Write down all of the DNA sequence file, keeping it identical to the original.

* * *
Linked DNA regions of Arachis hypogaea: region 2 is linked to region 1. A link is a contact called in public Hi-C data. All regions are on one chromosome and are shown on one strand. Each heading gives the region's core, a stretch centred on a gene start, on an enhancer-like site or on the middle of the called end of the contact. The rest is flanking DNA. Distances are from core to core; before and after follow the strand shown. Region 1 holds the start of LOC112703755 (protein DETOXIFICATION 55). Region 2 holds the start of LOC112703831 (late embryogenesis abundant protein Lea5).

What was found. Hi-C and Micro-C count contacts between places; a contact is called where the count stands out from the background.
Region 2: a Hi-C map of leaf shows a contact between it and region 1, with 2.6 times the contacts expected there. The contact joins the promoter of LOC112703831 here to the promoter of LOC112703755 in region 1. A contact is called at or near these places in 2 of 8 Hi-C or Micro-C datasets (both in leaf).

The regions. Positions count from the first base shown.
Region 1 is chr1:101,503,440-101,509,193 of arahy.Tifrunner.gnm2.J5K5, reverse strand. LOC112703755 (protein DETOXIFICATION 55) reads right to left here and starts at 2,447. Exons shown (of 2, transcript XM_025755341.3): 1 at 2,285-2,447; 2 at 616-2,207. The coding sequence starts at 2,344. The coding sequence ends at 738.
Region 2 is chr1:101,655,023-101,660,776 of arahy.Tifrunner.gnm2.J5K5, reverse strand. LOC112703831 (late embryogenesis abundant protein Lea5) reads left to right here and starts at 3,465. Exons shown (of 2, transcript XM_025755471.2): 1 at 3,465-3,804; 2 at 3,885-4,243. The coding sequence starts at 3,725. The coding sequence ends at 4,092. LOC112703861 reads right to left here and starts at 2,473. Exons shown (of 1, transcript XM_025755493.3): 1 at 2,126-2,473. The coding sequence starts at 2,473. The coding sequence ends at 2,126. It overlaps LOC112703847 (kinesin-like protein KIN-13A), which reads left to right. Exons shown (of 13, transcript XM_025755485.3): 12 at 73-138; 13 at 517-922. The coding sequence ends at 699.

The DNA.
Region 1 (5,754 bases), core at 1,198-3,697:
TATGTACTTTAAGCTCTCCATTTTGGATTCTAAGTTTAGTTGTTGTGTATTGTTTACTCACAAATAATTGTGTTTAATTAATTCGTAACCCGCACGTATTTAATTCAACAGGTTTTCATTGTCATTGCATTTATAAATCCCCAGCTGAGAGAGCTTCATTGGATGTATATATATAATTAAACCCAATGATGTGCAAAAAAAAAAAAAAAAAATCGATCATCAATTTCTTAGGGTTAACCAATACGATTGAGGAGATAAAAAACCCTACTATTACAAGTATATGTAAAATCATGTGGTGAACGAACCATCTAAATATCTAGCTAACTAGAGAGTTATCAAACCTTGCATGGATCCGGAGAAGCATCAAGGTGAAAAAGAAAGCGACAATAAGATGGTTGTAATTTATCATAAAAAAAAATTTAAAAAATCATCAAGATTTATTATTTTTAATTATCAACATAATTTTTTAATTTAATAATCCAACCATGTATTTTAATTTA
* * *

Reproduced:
Linked DNA regions of Arachis hypogaea: region 2 is linked to region 1. A link is a contact called in public Hi-C data. All regions are on one chromosome and are shown on one strand. Each heading gives the region's core, a stretch centred on a gene start, on an enhancer-like site or on the middle of the called end of the contact. The rest is flanking DNA. Distances are from core to core; before and after follow the strand shown. Region 1 holds the start of LOC112703755 (protein DETOXIFICATION 55). Region 2 holds the start of LOC112703831 (late embryogenesis abundant protein Lea5).

What was found. Hi-C and Micro-C count contacts between places; a contact is called where the count stands out from the background.
Region 2: a Hi-C map of leaf shows a contact between it and region 1, with 2.6 times the contacts expected there. The contact joins the promoter of LOC112703831 here to the promoter of LOC112703755 in region 1. A contact is called at or near these places in 2 of 8 Hi-C or Micro-C datasets (both in leaf).

The regions. Positions count from the first base shown.
Region 1 is chr1:101,503,440-101,509,193 of arahy.Tifrunner.gnm2.J5K5, reverse strand. LOC112703755 (protein DETOXIFICATION 55) reads right to left here and starts at 2,447. Exons shown (of 2, transcript XM_025755341.3): 1 at 2,285-2,447; 2 at 616-2,207. The coding sequence starts at 2,344. The coding sequence ends at 738.
Region 2 is chr1:101,655,023-101,660,776 of arahy.Tifrunner.gnm2.J5K5, reverse strand. LOC112703831 (late embryogenesis abundant protein Lea5) reads left to right here and starts at 3,465. Exons shown (of 2, transcript XM_025755471.2): 1 at 3,465-3,804; 2 at 3,885-4,243. The coding sequence starts at 3,725. The coding sequence ends at 4,092. LOC112703861 reads right to left here and starts at 2,473. Exons shown (of 1, transcript XM_025755493.3): 1 at 2,126-2,473. The coding sequence starts at 2,473. The coding sequence ends at 2,126. It overlaps LOC112703847 (kinesin-like protein KIN-13A), which reads left to right. Exons shown (of 13, transcript XM_025755485.3): 12 at 73-138; 13 at 517-922. The coding sequence ends at 699.

The DNA.
Region 1 (5,754 bases), core at 1,198-3,697:
TATGTACTTTAAGCTCTCCATTTTGGATTCTAAGTTTAGTTGTTGTGTATTGTTTACTCACAAATAATTGTGTTTAATTAATTCGTAACCCGCACGTATTTAATTCAACAGGTTTTCATTGTCATTGCATTTATAAATCCCCAGCTGAGAGAGCTTCATTGGATGTATATATATAATTAAACCCAATGATGTGCAAAAAAAAAAAAAAAAAATCGATCATCAATTTCTTAGGGTTAACCAATACGATTGAGGAGATAAAAAACCCTACTATTACAAGTATATGTAAAATCATGTGGTGAACGAACCATCTAAATATCTAGCTAACTAGAGAGTTATCAAACCTTGCATGGATCCGGAGAAGCATCAAGGTGAAAAAGAAAGCGACAATAAGATGGTTGTAATTTATCATAAAAAAAAATTTAAAAAATCATCAAGATTTATTATTTTTAATTATCAACATAATTTTTTAATTTAATAATCCAACCATGTATTTTAATTTA